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Continued Development of American Elderberry As A Specialty Crop For The Dietary Supplement Market


The overall goal of this program is to significantly advance the agricultural development of elderberry as a crop for the dietary supplement market. Three research areas will be further developed.1. Determining and Mitigating the Potential Occurrence of Cyanide in ElderberriesWhile the production and marketing of elderberry continues to expand, uncertainty regarding the absolute safety of elderberry and elderberry dietary supplement products is overshadowing and hindering the full development of this specialty crop. Toxic cyanide is believed to occur in ripe and un-ripe elderberry fruits, with "conventional wisdom" suggesting that heat processing or fermentation removes or destroys such cyanide. However, an exhaustive review of scientific literature cannot substantiate either of these claims. The fact is that we simply do not know if cyanide occurs in elderberry fruits, what forms it may be in, exactly where it might occur (juice, skin, pulp, seed), and if it occurs, how it can be
safely removed from elderberry food and dietary supplement products. The project will use highly sensitive, state-of-the art instrumentation within the University of Missouri Proteomics Center to definitively answer these questions. The results of this study will provide producers, processors, and consumers a scientific basis for confirming the safety of elderberries and elderberry products. We are confident that a thorough science-based understanding of cyanide dynamics within elderberry fruits will allow elderberry to achieve its full market potential in competition with other high-value specialty crops.2. Impact of Elder Flower Harvest on Fruit Yield and QualityElder flowers are the primary elderberry product in Europe - used to make teas, tinctures, beverages, and commonly consumed as an anti-viral (Zakay-Rones et al., 1995). In the U.S. the berry is more commonly consumed for its anti-oxidant activities; however, interest in the consumption of American elder flowers is
increasing. Of course, harvesting the flowers precludes fruit production. Many cymes of elder flowers are produced on branches that bend toward or near the ground, and sometimes touch the ground. In most cases, fruit produced on such cymes will never be harvested and may, in fact, increase bird, mammal, and insect predation, as well as disease. With many horticultural crops, routine flower or fruit thinning is a common and laborious task that improves fruit quality and size, and may hasten ripening in retained fruits. We do not know the impact of flower or fruit thinning in elderberry in terms of fruit yields, berry size, or fruit quality. In elderberry, the task of flower thinning may not only improve fruit quality, but has the added benefit of harvesting a highly valuable and marketable product. Our hypothesis is that we can remove perhaps ¼ of the elder flower cymes near ground level with little reduction (if any) in fruit yield and a possible increase in fruit size and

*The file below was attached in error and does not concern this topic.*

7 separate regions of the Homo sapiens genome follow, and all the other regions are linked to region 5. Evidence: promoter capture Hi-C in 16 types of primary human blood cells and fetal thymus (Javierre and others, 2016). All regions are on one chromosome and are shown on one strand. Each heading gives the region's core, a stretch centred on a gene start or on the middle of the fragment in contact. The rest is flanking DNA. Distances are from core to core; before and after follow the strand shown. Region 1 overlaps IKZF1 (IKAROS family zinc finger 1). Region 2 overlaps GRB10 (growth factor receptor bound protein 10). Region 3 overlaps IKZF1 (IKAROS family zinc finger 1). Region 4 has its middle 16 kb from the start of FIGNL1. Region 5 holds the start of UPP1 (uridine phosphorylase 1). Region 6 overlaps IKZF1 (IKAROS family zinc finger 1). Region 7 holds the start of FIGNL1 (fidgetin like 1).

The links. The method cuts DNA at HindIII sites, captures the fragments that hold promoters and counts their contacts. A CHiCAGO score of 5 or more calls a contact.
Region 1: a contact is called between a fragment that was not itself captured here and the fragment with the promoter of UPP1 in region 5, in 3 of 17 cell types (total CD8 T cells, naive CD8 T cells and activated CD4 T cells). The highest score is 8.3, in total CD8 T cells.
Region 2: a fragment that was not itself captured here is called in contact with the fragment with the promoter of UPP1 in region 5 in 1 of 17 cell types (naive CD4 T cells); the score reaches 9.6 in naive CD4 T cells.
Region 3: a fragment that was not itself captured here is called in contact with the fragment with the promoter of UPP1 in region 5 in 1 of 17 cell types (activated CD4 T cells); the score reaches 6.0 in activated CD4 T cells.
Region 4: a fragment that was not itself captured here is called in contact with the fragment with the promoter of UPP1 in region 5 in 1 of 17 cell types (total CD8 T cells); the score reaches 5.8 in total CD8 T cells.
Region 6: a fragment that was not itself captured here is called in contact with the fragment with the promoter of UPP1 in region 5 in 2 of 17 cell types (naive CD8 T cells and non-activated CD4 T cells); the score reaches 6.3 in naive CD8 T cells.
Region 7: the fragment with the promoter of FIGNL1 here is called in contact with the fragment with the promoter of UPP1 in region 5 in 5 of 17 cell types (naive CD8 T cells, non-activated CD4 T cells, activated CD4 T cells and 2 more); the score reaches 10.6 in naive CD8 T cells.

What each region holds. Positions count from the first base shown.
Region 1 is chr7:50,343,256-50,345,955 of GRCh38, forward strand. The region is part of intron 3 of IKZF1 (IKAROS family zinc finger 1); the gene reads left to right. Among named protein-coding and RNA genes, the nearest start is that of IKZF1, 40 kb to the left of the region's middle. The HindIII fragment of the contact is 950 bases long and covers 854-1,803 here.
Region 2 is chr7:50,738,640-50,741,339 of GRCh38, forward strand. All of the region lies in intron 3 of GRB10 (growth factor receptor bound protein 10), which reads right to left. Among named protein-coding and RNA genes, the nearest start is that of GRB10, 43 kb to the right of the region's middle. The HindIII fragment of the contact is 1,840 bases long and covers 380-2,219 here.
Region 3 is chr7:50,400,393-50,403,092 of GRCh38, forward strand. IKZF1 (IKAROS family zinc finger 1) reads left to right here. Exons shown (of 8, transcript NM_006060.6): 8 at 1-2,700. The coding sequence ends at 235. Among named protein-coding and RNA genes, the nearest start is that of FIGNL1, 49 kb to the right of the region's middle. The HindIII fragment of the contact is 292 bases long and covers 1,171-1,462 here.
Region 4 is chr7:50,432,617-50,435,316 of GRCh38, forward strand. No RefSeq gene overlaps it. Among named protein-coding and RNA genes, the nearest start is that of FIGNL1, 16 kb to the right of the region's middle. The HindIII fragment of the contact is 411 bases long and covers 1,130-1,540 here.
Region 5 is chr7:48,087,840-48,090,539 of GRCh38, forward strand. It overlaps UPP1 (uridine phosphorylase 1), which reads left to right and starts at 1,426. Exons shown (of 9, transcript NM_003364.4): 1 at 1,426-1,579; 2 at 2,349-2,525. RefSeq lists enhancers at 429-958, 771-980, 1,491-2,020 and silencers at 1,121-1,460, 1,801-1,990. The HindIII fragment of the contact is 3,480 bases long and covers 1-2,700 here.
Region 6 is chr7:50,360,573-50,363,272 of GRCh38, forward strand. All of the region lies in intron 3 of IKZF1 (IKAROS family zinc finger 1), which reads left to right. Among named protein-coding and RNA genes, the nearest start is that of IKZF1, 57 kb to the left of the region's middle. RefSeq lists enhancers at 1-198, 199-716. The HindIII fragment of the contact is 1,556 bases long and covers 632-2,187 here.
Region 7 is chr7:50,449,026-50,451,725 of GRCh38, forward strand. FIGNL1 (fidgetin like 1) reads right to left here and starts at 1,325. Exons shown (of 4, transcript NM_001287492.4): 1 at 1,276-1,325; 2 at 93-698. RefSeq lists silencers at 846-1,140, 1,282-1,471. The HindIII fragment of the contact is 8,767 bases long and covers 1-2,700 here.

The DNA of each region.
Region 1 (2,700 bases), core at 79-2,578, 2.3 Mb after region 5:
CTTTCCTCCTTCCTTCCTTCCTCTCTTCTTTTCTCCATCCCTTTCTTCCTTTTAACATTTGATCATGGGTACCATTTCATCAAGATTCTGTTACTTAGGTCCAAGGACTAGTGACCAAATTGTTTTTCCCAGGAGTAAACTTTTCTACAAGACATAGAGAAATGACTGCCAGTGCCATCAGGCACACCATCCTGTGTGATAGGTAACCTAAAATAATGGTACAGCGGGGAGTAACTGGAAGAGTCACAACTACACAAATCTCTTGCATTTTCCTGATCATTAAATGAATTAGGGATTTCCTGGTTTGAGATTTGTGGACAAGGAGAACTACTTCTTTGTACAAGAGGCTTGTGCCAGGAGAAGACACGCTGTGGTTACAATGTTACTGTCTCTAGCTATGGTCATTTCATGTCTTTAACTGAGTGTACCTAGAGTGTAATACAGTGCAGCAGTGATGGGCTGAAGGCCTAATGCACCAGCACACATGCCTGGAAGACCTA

quality. We will concurrently quantify the flower production potential of six elderberry genotypes.3. Polyphenol Type and Quantity among Diverse Elderberry Germplasm Cultivated in a "Common Garden" SettingMudge et al. (2016) collected and assayed ripe fruit from more than 100 wild elderberry accessions throughout Eastern and Central U.S. They found interesting and significant differences in the amounts and types of phytochemicals (flavonols and chlorogenic acids) among genotypes at specific (region-wide) locations. For example, wild elderberries from the southeastern US generally had higher levels and different profiles of many of these compounds compared with more northern selections. But it is not known if these differences are due strictly to genetics, environment (soil, climate, latitude, other environmental factors), or both. By bringing a select number of these genotypes into a "common garden" setting in Missouri, we will develop a much better understanding of the occurrence and
production of these desirable health-giving compounds in elderberry. If we find that production and quality of certain polyphenols are genetically-influenced, then we will have a much better basis for future breeding and cultivar development of elderberry for the dietary supplement market. If we determine that environmental factors have a greater influence on the quality, type, and quantity of desired polyphenols, then we can then work to develop those attributes horticulturally.

Thomas, AN
University of Missouri - Columbia
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